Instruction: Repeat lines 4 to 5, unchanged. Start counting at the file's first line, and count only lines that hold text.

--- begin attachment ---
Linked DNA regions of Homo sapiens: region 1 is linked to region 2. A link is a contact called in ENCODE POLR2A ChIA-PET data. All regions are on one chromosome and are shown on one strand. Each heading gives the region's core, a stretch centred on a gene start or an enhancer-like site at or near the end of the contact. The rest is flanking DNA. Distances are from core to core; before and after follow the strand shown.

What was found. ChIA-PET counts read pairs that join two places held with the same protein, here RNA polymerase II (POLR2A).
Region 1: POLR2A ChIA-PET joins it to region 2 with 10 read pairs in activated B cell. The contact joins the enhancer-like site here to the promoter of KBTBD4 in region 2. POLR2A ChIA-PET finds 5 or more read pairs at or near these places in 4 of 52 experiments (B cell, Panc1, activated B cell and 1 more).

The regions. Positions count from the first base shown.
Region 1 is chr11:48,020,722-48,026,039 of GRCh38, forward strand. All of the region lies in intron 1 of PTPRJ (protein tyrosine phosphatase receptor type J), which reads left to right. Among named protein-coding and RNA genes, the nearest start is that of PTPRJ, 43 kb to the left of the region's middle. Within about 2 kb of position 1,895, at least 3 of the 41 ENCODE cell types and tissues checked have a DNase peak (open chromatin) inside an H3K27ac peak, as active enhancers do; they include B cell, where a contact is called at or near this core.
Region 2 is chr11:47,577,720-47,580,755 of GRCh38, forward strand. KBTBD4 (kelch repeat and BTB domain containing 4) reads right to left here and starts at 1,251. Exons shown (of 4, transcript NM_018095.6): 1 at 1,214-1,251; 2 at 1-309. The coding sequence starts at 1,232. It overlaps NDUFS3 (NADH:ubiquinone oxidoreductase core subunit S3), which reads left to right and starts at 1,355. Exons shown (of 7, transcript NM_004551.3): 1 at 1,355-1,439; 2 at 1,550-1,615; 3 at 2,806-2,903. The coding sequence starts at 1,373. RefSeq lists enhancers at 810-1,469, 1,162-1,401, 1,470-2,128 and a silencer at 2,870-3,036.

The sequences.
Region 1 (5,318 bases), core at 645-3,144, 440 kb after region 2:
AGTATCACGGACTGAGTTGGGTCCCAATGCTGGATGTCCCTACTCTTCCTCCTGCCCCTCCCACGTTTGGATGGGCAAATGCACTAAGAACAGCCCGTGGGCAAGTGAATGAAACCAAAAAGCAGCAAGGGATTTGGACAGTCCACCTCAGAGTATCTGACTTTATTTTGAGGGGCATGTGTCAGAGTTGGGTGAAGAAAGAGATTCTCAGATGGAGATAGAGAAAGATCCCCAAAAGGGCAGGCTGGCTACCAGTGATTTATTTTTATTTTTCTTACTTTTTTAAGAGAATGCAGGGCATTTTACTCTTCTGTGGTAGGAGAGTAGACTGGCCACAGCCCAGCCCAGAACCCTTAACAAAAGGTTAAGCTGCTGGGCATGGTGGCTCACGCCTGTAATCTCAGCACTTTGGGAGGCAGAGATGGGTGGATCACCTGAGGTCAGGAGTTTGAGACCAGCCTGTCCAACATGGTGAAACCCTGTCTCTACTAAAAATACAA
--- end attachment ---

The regions. Positions count from the first base shown.
Region 1 is chr11:48,020,722-48,026,039 of GRCh38, forward strand. All of the region lies in intron 1 of PTPRJ (protein tyrosine phosphatase receptor type J), which reads left to right. Among named protein-coding and RNA genes, the nearest start is that of PTPRJ, 43 kb to the left of the region's middle. Within about 2 kb of position 1,895, at least 3 of the 41 ENCODE cell types and tissues checked have a DNase peak (open chromatin) inside an H3K27ac peak, as active enhancers do; they include B cell, where a contact is called at or near this core.